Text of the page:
Two years and two months after its launch from the Cape Canaveral Air Force Station, NASA's $ 800 million mission for the asteroid belt between Mars and Jupiter will reach a defining moment on Monday when the OSIRIS The agency's REx spacecraft is scheduled to hit its scientific target: a dark, round, carbon-rich asteroid called Bennu.
With a diameter of less than 500 meters Bennu is a small solar system body with great scientific potential: Astronomers suspect that the asteroid rock composition remains almost unchanged since its foundation about 4.5 billion years ago. Collecting and analyzing a sample of the asteroid could tell scientists much about the origins of our solar system, its planets, and the source of organic molecules that may have caused life on Earth.
But before anyone can move through a system Bennu sample, NASA must first collect and retrieve it. This requires several key steps, of which the first Monday begins at 9:00 am, when OSIRIS-REx (short for Origins, Spectral Interpretation, Resource Identification, Security Regolith Explorer) arrives Bennu and begin his month-long process of surveying the surface of the asteroid. You can follow the arrival on NASA TV (above), where the agency broadcasts live from mission control between 11.45 and 12.15 (ET). NASA also sends an arrival preview program, which starts at 11:15 (ET).
After arriving in Bennu, OSIRIS-REx will spend several weeks moving around the asteroid collecting data on mass, topography and composition. The spacecraft begins its survey at a distance of about 12 miles and flows into a series of low-pass overpasses about 800 feet above the surface of the asteroid before entering the orbit of the asteroid on New Year's Eve. If NASA succeeds, Bennu becomes the smallest object the agency has ever orbited.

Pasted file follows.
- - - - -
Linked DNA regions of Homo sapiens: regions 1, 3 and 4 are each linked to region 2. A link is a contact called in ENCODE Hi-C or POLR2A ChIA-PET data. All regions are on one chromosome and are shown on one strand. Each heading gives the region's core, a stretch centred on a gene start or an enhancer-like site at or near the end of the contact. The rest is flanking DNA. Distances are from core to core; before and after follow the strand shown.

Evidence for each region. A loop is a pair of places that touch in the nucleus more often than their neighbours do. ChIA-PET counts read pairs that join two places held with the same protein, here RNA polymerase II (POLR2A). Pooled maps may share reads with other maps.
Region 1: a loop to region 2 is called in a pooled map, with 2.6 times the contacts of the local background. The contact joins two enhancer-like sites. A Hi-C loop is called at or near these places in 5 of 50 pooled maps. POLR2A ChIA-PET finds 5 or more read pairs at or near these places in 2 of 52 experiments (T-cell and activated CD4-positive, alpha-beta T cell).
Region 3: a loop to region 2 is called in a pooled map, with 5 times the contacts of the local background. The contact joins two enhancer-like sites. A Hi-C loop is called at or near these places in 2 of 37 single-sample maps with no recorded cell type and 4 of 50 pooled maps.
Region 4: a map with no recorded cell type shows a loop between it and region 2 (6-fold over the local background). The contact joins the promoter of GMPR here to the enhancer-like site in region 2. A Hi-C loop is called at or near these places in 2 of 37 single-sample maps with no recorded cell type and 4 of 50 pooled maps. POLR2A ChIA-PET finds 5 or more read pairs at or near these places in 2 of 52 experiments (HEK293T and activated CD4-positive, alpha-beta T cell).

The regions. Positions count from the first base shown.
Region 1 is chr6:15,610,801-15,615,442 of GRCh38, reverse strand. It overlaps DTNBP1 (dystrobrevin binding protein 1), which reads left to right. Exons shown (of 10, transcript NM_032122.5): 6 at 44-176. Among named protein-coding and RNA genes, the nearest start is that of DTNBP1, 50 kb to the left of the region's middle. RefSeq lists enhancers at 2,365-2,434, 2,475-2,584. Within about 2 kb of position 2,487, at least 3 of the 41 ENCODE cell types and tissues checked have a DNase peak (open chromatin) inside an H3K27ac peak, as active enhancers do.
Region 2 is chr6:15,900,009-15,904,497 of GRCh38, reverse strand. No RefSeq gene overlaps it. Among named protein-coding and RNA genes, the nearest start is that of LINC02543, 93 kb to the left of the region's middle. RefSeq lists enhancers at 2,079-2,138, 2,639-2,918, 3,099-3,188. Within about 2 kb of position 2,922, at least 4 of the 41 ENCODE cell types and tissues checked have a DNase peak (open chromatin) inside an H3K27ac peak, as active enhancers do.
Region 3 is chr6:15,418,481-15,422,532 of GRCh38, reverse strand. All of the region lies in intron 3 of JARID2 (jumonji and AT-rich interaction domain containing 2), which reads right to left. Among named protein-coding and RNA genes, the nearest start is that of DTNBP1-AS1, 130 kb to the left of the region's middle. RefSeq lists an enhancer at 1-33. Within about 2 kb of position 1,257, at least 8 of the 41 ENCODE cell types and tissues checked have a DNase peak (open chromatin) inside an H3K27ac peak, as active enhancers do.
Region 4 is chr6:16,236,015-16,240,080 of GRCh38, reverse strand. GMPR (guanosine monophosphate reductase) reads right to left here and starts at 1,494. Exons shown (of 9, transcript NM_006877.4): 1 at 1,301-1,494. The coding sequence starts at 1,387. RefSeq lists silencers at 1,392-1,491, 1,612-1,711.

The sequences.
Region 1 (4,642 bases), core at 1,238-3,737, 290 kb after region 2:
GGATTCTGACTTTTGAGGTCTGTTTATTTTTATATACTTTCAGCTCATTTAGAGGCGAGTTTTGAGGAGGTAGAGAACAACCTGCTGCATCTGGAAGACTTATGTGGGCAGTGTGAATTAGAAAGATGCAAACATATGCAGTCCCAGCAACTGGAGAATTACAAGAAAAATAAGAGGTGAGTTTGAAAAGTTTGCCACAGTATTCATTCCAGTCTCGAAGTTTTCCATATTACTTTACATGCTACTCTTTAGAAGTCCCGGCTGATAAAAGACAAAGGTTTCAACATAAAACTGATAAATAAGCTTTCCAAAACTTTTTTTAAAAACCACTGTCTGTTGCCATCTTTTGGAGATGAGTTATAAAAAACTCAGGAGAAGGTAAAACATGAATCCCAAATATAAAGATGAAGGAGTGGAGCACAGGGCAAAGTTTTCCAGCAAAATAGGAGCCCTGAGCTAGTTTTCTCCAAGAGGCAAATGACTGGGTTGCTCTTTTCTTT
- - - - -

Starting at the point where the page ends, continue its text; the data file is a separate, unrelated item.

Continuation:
At this point, the goal will be to identify a safe and scientifically promising sampling site. Notice, we said "example" – not "landing". OSIRIS-REx never sets on the surface of the asteroid. Instead, in a series of maneuvers currently scheduled for mid-2020, the spacecraft will fly to the surface and hover close enough to collect a sample of the surface of Bennu with its 10-foot robotic arm. The mission planners of OSIRIS-REx aim to obtain a minimum of 2 ounce sample, although the spacecraft is designed to hold up to 4.4 pounds of space dust. In any case, it will be the largest sample NASA has collected since the Apollo missions in the 1970s.
Assuming that everything went well by this point, OSIRIS-REx will leave Bennu in the spring of 2021 to start his two-and half a year back to Earth. But we are one step ahead of ourselves: Before OSIRIS-REx sets off on the way back, he has to dance with Bennu for several years. This dance starts today.
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